Thursday, 9 February 2012

The Circle of Life...

By: Christina Crowley

The old saying goes, "a picture's worth a 1,000 words" and when I saw this picture posted by a fellow dairy advocate, I couldn't help but share with readers. We, as consumers, sometimes forget or don't realize the significant impact that Canadian dairy farms have on our economy-- locally, provincially, and nationally. The Canadian dairy industry alone contributes $15.2 billion annually in economic benefits, while providing 215,000 Canadian jobs.

This is especially so true in many small towns or rural communities across Canada where farming remains a fundamental way of living for many and is the main reason why small towns continue to exist. We as consumers forget the direct/indirect impact that these farms have on our lives.

Take my small town in East-Central Ontario for example - a community that 30 years ago was thriving with many farms, not just dairy farms. Our local village of 1,200 people was flourishing with many stores open on Front Street; many different schools for children to attend; and a very successful high school. Now at present day, while our community is still a beautiful hot-spot on the water and a great tourist attraction for people to visit, it isn't quite the same compared to 30 years ago.

The number of farms around our small town has dramatically decreased and only a handful, if not only 5 or 6 farms, are left. Stores that have been open for a number of years are beginning to close. School enrollment has decreased. And our high school has faced the reality of potential closure for a number of years now due to dwindling enrollment.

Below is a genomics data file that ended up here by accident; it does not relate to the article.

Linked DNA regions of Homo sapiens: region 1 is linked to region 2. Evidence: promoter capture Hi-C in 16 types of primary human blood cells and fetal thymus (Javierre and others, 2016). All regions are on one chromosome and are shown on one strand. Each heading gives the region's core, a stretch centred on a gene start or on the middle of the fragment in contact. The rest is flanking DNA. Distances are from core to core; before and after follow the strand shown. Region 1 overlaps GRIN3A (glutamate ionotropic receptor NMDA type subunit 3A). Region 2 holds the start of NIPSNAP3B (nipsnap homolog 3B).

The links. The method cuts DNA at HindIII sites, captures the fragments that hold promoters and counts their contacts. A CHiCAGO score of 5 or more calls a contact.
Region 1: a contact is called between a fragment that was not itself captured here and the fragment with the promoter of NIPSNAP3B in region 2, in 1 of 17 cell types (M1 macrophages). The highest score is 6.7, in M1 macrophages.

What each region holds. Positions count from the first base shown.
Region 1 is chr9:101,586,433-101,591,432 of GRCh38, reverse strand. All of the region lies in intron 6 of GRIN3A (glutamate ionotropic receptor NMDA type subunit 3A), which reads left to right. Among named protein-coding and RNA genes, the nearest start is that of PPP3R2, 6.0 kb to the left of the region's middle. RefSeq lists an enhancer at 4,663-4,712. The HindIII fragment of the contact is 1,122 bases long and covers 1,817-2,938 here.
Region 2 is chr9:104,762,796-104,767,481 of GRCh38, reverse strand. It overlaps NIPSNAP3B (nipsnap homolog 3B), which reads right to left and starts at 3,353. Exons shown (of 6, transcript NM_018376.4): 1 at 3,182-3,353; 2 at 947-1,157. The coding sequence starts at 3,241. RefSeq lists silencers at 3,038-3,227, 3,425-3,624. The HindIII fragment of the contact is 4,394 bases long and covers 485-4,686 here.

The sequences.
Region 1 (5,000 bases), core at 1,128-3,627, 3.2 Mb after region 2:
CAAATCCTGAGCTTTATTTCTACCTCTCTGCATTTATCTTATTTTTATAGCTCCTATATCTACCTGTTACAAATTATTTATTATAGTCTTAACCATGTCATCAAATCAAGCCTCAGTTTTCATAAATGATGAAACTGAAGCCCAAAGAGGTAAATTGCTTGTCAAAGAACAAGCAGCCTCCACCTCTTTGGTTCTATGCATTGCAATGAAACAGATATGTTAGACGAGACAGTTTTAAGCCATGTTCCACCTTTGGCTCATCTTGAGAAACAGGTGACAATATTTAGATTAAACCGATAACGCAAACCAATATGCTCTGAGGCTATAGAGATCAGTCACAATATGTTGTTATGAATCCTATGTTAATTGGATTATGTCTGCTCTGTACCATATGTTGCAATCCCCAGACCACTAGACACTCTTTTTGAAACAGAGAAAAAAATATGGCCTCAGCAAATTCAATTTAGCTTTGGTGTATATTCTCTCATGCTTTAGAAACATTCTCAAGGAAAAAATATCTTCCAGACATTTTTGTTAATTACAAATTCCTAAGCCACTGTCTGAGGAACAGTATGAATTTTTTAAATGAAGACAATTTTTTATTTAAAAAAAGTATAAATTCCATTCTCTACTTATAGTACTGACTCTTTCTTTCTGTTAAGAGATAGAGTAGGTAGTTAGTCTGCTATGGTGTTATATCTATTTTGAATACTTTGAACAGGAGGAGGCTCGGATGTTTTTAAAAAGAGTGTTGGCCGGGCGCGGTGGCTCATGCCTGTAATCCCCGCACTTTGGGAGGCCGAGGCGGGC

While I can't say that the situation we are facing is 100% due to the decrease of farms in our community, I DO believe that farms ARE the fundamental reason why rural living existed in the first place. Large farming families filled the schools. Grocery stores were occupied with patrons buying food to feed their large families and many farm help. Tractors and machinery were being serviced by the local mechanic. Coffee shops were filled with those farmers who wanted not only a cup of joe, but the daily "news and happenings" from around town. All farms got their feed inputs from the same local farm supply store and most small-town stores were being supported by these farming families.

The poster below perfectly depicts what farmer's do directly/indirectly for their communities and we, as consumers, need to step up to the challenge to continue to support our rural communities by supporting farmers. When you drink your next glass of milk or eat your next piece of cheese, you probably won't realize how big of an impact that glass of milk or piece of cheese will actually have on your community. But, you can give yourself a pat on the back for supporting the system that
supports you and your community. Having farms in our communities is beneficial not only to farmers themselves, but to us as consumers. If we support farmers, they will support our communities, and that community will be a thriving place for us as consumers to live. As was sung in the famous Disney movie, The Lion King (which I'm sure you're all familiar with!) this is a perfect example of the circle of life.

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